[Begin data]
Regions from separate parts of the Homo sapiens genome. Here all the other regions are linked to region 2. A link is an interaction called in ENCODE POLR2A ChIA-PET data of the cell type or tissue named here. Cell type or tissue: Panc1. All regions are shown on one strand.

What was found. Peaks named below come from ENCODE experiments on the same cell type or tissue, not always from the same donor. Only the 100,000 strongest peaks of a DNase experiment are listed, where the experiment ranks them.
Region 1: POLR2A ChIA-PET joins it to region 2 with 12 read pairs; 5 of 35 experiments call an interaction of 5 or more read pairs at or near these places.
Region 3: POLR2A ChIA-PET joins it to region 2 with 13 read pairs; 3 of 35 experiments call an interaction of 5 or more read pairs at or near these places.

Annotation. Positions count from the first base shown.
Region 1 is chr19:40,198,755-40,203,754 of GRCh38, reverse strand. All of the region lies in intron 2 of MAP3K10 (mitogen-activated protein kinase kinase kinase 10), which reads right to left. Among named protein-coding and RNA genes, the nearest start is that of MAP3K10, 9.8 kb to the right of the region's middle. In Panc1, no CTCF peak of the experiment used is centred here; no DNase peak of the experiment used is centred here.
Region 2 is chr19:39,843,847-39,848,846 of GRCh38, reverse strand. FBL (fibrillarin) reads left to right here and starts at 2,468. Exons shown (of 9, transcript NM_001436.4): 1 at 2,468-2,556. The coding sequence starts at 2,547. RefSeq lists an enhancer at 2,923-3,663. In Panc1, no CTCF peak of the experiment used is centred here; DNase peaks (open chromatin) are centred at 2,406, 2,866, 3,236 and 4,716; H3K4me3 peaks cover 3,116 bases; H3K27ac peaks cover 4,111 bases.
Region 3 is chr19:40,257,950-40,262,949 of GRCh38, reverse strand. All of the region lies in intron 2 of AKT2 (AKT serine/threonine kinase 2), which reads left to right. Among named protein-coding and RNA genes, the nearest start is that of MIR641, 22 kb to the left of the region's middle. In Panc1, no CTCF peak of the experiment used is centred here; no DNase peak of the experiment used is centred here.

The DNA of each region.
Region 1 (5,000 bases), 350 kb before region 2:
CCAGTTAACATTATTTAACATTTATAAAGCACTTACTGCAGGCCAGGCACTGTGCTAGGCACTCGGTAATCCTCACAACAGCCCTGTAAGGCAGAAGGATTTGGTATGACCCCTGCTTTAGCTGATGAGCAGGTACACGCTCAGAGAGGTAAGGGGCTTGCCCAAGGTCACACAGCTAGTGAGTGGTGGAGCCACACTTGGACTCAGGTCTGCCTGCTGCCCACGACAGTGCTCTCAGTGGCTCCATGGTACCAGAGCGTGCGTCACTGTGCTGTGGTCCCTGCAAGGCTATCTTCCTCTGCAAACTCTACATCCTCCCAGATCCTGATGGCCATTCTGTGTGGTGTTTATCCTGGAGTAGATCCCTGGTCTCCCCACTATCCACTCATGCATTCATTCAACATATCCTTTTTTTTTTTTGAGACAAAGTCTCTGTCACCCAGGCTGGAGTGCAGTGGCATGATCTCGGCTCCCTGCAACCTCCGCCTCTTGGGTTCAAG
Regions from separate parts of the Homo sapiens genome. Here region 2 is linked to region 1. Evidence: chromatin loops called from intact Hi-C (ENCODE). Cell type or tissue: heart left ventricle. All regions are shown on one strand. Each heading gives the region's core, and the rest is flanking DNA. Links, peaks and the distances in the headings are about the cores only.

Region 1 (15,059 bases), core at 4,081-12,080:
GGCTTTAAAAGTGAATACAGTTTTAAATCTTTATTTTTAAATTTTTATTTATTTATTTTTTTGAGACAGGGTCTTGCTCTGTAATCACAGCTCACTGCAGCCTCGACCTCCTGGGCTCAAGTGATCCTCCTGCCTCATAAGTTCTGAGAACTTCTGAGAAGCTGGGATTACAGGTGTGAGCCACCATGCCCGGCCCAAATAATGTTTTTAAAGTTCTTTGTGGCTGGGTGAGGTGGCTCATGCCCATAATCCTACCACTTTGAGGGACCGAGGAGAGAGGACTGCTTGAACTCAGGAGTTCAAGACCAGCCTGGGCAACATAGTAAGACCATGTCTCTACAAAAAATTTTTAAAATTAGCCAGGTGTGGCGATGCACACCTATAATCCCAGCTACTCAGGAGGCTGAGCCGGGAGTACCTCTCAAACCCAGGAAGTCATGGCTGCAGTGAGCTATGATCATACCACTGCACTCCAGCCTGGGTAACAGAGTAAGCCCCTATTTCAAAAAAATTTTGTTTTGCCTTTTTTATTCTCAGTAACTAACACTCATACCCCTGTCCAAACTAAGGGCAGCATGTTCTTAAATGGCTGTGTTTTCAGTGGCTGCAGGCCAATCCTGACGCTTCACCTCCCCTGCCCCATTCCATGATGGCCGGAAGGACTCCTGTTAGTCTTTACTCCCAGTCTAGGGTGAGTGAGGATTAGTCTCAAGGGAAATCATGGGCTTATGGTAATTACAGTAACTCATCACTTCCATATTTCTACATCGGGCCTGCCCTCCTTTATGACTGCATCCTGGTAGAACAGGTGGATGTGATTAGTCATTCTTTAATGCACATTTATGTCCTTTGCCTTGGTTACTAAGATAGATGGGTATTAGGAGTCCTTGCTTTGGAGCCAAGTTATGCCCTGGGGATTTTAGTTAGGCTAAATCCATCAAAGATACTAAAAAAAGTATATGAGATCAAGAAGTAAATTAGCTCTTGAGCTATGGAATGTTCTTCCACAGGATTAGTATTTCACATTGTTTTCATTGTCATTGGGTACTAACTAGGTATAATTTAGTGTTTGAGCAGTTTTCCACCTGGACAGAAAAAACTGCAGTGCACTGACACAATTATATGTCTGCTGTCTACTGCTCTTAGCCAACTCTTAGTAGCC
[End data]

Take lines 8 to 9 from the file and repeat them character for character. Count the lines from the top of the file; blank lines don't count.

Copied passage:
Region 3 is chr19:40,257,950-40,262,949 of GRCh38, reverse strand. All of the region lies in intron 2 of AKT2 (AKT serine/threonine kinase 2), which reads left to right. Among named protein-coding and RNA genes, the nearest start is that of MIR641, 22 kb to the left of the region's middle. In Panc1, no CTCF peak of the experiment used is centred here; no DNase peak of the experiment used is centred here.

The DNA of each region.